09 October 2020

Revelation 15-18

Revelation 15

The final outpouring of God's wrath begins in chapter 15. God gathers his people onto a "sea of glass" and they give praise to God. God then sends his angels to deliver his wrath upon those who have rejected God and who continue to curse him.

It is notable that here, as throughout John's revelation, it is not the role of God's people to deliver God's wrath, nor even to preach his word to the nations. Rather, they stand as an example, praising God always, and enduring every suffering not spared them by an act of God. John shows what it is to be a Christian in the tradition of the martyrs, not in correct words or unknowable theology, but in the action of love, community, and patient endurance.

God does not send his people, his "army," to deliver his wrath, but his own messengers, the angels. While God's people sing praise, seven angels are given seven bowls filled with the wrath of God. Everyone on Earth has heard the Gospel: it was preached by an angel in the previous chapter. Following the Gospel was another angel which made God's will known. Before God pours out his judgment, he calls to him as many as will come.

Revelation 16

There are no innocents at the final outpouring of God's wrath. Everyone present has chosen their side, and God's people are gathered, untouched by the outpouring of his wrath. God's wrath is reserved for those "who had the mark of the beast and worshiped its image" (16:2).

The first four bowls of God's wrath are poured out onto the natural world. The land brings plague, the sea, and then the rivers, turn to blood, and in the sky, the sun scorches people with fire. The fifth bowl is poured out on "the beast an its kingdom," which would be Rome itself. In response, people curse God, "but they refused to repent of what they had done" (16:11).

When the sixth bowl is poured out, it dries up the river Euphrates, to allow the kings of the earth to gather. this is perhaps the worst of the bowls, even though it does nothing directly. All it does is pave the way for those who have rejected God and who curse his name to do as they will. In other words, this is the bowl of God giving up on saving people. He has tried words, he has tried self-sacrifice, he has given martyrs, he has given signs, he has loudly and repeatedly proclaimed the Gospel, and all the while he has preserved and protected his Church. After all this, he pours out his wrath as a final reminder that the time for redemption is now. Then the sixth bowl is poured out with an apathetic, do what you will.

The kings of the world are gathered by the false prophets of the beasts at the Valley of Meggido or "Armageddon" to wage war against God. However, there is no war. God's angel pours out the seventh and final bowl of God's wrath. An earthquake shatters the "great city" of Rome and the cities of all nations. The islands and mountains, places of refuge, disappear and all are crushed by hailstones.

Revelation 17

There are five chapters left in Revelation, but you might wonder who is left to read them. God destroyed all those who would make themselves his enemies at the end of chapter 16. Chapter 17 starts with God condemning the very idea of "empire." The Roman Empire is likened to a prostitute, specifically Jezebel of Babylon. Rome, as Jezebel, is called "the great prostitute, who sits by many waters" (17:1). Rome's imperial power was exercised though the local puppet rulers who were either allowed to retain power or replaced with someone who would give their fealty to Rome, which is why John tells us that "with her the kings of the earth committed adultery" (17:2). The kings had an honest duty to their people, which they surrendered to Rome.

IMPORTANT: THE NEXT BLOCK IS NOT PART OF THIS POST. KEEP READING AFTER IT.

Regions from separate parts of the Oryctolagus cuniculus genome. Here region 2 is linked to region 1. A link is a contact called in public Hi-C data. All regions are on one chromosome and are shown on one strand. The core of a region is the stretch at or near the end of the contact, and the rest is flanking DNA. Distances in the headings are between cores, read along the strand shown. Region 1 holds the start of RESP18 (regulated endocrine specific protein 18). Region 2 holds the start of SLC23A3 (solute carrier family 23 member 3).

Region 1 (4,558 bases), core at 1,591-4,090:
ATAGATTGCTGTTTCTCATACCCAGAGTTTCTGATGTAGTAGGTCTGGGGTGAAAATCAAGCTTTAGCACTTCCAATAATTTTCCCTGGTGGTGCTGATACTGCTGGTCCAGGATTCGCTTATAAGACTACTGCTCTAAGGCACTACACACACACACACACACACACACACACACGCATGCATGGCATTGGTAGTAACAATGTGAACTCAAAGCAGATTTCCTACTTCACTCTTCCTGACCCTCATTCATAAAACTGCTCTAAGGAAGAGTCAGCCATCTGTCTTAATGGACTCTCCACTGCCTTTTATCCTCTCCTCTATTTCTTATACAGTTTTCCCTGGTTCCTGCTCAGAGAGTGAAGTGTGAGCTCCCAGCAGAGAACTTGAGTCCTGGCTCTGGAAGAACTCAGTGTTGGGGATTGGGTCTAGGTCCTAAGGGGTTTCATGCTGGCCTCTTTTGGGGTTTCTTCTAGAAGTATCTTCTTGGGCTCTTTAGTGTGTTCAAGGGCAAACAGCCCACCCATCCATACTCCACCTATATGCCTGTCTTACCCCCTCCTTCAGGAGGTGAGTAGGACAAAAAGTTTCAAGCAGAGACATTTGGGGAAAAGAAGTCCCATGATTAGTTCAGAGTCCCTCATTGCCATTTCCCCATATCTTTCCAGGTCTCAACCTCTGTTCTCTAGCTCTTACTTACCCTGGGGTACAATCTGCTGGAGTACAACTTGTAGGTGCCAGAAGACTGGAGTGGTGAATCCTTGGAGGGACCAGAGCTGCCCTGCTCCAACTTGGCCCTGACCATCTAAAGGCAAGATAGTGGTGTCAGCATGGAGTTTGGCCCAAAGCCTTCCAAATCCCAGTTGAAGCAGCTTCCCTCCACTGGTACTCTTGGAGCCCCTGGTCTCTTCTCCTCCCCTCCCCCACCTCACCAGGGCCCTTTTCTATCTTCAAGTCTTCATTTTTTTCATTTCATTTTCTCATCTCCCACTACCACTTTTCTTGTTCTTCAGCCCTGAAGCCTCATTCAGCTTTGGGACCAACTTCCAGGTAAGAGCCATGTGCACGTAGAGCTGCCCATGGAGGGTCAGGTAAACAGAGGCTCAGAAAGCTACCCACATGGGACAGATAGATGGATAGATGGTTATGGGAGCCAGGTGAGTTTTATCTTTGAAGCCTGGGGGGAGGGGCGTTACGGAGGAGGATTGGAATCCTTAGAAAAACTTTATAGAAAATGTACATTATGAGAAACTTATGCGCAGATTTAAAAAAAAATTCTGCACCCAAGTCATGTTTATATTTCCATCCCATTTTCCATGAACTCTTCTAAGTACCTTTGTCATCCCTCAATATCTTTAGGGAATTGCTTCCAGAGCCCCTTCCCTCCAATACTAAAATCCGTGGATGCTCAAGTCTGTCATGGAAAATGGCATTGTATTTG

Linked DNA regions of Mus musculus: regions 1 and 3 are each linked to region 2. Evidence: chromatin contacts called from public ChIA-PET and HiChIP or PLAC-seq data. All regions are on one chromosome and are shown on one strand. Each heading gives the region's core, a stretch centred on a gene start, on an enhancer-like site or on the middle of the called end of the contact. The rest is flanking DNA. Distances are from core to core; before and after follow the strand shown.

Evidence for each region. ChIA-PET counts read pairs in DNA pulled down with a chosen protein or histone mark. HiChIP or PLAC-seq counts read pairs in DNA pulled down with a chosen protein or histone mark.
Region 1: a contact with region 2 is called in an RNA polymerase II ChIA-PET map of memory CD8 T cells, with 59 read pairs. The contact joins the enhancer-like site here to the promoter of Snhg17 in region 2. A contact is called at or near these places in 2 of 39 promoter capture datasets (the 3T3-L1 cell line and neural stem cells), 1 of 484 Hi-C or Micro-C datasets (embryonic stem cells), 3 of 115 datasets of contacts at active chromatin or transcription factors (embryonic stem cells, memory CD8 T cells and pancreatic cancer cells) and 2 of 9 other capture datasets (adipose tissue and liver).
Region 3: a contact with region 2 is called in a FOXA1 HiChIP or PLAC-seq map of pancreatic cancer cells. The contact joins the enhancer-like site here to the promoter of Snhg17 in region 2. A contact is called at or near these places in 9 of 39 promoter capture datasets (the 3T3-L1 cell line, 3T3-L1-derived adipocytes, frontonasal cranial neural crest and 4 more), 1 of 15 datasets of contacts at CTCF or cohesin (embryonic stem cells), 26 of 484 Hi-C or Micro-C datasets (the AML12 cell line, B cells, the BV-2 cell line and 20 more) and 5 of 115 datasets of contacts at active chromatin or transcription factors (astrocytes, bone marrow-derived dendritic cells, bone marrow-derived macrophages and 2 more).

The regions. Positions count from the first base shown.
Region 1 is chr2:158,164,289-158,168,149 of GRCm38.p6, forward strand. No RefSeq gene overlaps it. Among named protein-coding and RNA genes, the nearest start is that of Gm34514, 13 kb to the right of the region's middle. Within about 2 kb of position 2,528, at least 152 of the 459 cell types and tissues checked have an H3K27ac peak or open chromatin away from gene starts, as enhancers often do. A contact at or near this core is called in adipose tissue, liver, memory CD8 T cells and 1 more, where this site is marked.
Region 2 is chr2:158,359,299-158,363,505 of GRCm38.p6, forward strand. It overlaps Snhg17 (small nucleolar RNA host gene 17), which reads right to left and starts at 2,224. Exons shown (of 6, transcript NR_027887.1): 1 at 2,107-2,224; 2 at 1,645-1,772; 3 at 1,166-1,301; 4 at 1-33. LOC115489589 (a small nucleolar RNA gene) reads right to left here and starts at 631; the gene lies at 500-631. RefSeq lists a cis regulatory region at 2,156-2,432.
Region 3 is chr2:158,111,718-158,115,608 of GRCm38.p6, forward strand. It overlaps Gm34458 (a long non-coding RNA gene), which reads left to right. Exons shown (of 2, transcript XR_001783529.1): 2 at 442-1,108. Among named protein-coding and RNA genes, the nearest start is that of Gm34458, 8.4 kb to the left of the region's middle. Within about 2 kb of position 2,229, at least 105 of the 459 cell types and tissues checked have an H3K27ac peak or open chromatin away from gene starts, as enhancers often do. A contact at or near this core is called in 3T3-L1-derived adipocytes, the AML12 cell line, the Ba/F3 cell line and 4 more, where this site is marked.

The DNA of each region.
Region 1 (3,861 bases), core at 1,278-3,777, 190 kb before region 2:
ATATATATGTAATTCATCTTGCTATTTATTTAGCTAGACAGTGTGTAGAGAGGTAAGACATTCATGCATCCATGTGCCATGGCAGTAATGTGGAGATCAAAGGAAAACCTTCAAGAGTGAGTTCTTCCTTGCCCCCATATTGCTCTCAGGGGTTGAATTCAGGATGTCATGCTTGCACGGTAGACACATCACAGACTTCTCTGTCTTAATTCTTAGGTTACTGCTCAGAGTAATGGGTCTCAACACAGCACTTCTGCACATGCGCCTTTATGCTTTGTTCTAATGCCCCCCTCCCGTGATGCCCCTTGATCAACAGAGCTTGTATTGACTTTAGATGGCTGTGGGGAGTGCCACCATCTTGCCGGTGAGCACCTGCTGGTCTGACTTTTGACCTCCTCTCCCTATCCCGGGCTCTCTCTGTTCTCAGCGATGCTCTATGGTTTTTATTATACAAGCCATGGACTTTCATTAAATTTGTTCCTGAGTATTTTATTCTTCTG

While John's language is metaphorical, it is not impossible to understand. In verse 7, an angel offers to explain the vision. In verse 9, John once again appeals to our knowledge of Roman history with the phrase, "this calls for a mind with wisdom." The woman is Rome itself, and the beast upon which she sits are the Roman Emperors. Five are the emperors from Augustus to Nero (whose name is the mark of the beast).

These five are said to be "fallen." At the time of Nero's death, no one knew if there even was a ruler still in Rome. That year, four emperors came and went. When Titus, who had led the siege of Jerusalem arrived in Rome, he was sent back to Jerusalem by Vespasian who was the fourth emperor to hold the title that year. Vespasian (head number 6) ruled for 9 years and when he died, Titus (head number 7) took the throne and ruled for only two years. John then predicts an eighth head, the emperor Domitian, who he says "belongs to the seven and is going to his destruction" (17:11). Finally John predicts that Rome's fall will come from within. In an act of self-cannibalism the "horns" (subservient kings) will tear apart the "prostitute" (Rome).

Revelation 18

After Rome has fallen, and the kingdoms of the earth are free from its domination, John predicts that they still will not turn away from evil. Instead, they mourn over the death of the empire (18:9). Merchants also mourn Rome's death because they can no longer easily buy and sell across borders (18:11) as do sailors that transport their cargo (18:17). An angel then predicts that Rome will never rise again.

In the next chapter, God gives his answer to the problem of authoritarian power. The old is washed away, and God makes something new.

Until next week,
Peace be with you.

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